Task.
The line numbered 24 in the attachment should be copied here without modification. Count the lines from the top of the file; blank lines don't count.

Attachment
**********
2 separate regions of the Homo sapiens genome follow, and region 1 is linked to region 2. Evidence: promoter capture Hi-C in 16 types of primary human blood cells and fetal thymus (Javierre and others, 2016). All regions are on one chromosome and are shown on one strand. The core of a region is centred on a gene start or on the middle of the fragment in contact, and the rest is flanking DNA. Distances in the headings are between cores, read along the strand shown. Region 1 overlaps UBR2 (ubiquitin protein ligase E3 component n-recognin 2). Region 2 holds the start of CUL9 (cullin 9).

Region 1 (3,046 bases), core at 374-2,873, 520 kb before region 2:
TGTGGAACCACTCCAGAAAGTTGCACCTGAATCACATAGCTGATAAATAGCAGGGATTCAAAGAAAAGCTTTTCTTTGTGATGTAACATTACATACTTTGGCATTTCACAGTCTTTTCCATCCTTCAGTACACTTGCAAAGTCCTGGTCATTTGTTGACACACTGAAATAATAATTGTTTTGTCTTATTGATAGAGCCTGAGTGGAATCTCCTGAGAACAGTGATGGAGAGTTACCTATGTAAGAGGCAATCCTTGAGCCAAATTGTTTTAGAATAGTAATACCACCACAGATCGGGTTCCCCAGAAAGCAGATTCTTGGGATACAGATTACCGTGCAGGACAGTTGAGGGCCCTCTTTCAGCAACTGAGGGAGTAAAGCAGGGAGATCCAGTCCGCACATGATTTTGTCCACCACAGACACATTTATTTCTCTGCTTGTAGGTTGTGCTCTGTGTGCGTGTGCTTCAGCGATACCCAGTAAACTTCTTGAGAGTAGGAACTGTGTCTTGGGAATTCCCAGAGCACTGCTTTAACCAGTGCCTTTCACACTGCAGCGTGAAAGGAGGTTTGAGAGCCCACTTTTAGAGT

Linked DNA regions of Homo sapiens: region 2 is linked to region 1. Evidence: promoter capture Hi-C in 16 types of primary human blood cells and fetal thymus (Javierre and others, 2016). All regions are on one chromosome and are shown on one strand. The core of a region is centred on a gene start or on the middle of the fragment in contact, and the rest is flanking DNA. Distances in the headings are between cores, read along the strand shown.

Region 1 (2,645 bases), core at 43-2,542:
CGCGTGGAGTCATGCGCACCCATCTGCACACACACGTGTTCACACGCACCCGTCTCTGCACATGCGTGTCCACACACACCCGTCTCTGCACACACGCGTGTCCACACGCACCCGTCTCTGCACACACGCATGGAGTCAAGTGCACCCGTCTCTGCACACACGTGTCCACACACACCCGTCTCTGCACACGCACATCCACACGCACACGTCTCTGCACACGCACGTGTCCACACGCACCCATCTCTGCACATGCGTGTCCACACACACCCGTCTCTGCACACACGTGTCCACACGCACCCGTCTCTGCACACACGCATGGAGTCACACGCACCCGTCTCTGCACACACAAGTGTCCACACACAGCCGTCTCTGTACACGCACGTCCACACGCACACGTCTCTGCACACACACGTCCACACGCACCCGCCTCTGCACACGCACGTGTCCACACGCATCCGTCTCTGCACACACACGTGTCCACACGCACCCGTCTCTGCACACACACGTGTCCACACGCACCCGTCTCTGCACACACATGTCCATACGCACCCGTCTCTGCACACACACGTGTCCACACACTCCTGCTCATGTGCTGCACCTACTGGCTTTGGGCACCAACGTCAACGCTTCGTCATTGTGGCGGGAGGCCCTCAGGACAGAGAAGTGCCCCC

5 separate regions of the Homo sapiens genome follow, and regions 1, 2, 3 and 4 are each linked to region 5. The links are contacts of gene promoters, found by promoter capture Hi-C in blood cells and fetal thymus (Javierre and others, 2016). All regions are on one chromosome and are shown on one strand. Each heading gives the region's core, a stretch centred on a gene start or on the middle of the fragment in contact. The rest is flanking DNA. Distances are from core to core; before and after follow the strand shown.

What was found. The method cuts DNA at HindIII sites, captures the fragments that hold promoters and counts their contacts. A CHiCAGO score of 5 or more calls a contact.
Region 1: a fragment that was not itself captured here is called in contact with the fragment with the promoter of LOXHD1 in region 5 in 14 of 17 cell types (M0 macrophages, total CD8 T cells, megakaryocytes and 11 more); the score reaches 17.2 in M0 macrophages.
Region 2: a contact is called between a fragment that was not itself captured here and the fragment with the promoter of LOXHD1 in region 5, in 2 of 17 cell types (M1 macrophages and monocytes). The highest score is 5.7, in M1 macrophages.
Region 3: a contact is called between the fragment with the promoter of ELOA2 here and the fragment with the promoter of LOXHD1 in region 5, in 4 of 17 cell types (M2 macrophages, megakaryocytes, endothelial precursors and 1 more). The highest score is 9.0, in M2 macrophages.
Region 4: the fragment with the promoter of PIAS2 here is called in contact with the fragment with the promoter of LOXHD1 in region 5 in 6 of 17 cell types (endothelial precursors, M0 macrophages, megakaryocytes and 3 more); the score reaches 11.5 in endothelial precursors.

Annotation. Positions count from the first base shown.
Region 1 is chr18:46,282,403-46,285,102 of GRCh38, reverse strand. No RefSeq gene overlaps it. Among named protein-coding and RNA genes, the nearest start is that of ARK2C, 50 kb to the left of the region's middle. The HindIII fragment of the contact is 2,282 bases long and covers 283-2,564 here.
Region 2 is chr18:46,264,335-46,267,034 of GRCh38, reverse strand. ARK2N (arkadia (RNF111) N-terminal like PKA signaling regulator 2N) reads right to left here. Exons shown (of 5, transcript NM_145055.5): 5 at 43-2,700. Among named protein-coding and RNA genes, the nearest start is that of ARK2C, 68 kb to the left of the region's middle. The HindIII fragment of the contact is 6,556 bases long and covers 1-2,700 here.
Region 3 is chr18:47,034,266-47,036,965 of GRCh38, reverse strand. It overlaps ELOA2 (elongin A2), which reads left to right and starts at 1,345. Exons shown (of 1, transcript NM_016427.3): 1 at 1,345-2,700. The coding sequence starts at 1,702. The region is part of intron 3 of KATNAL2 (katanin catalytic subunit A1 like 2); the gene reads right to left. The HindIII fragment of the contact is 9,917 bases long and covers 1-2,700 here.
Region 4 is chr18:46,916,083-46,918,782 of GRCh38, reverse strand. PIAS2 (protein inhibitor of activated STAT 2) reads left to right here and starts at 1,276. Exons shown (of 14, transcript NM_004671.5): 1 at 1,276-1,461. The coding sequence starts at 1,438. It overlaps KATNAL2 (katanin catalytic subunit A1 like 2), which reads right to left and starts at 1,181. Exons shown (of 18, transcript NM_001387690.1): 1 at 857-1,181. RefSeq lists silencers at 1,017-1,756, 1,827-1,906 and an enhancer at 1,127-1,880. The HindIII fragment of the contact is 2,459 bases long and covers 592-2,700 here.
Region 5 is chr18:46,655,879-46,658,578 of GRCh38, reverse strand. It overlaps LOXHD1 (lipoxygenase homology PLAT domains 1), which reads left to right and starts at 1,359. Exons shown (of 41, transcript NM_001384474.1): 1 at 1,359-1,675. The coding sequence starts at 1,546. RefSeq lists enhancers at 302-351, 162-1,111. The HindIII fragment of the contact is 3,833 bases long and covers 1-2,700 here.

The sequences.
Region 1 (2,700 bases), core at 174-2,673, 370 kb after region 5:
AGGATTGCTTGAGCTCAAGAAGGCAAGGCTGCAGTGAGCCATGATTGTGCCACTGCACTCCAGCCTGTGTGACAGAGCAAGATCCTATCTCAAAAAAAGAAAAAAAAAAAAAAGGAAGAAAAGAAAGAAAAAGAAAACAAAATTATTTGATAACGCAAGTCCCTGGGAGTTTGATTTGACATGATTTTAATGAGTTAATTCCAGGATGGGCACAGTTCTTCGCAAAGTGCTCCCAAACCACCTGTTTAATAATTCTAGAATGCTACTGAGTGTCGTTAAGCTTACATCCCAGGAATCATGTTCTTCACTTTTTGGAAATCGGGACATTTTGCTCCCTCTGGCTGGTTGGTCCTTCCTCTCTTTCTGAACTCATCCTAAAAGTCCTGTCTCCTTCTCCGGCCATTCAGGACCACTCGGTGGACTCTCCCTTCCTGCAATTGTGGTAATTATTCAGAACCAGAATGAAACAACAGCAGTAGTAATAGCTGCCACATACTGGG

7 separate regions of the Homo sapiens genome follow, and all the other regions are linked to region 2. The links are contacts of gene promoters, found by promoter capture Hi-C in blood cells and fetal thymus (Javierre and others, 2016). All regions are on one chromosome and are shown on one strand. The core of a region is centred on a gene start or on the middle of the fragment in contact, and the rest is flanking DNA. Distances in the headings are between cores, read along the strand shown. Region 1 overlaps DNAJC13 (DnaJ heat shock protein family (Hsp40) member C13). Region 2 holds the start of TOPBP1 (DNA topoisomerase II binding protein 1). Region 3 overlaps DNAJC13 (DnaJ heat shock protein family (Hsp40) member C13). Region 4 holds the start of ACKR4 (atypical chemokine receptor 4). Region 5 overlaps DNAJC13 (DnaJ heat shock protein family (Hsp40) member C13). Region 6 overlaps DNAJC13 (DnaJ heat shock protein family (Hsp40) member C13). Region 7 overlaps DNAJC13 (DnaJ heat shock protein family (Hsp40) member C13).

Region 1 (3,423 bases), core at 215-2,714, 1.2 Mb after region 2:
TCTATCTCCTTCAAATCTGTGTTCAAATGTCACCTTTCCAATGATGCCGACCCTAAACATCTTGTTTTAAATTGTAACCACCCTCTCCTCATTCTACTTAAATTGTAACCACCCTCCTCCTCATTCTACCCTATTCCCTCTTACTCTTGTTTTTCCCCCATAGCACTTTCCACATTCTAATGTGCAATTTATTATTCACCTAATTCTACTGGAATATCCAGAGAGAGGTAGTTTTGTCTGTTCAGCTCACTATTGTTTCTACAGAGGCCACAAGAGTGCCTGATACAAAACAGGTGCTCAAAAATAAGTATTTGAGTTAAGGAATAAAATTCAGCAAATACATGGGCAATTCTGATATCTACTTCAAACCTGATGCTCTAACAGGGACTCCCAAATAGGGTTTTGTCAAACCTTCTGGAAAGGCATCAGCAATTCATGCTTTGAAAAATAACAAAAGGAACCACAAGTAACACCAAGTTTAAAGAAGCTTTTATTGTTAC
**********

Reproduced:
TCTATCTCCTTCAAATCTGTGTTCAAATGTCACCTTTCCAATGATGCCGACCCTAAACATCTTGTTTTAAATTGTAACCACCCTCTCCTCATTCTACTTAAATTGTAACCACCCTCCTCCTCATTCTACCCTATTCCCTCTTACTCTTGTTTTTCCCCCATAGCACTTTCCACATTCTAATGTGCAATTTATTATTCACCTAATTCTACTGGAATATCCAGAGAGAGGTAGTTTTGTCTGTTCAGCTCACTATTGTTTCTACAGAGGCCACAAGAGTGCCTGATACAAAACAGGTGCTCAAAAATAAGTATTTGAGTTAAGGAATAAAATTCAGCAAATACATGGGCAATTCTGATATCTACTTCAAACCTGATGCTCTAACAGGGACTCCCAAATAGGGTTTTGTCAAACCTTCTGGAAAGGCATCAGCAATTCATGCTTTGAAAAATAACAAAAGGAACCACAAGTAACACCAAGTTTAAAGAAGCTTTTATTGTTAC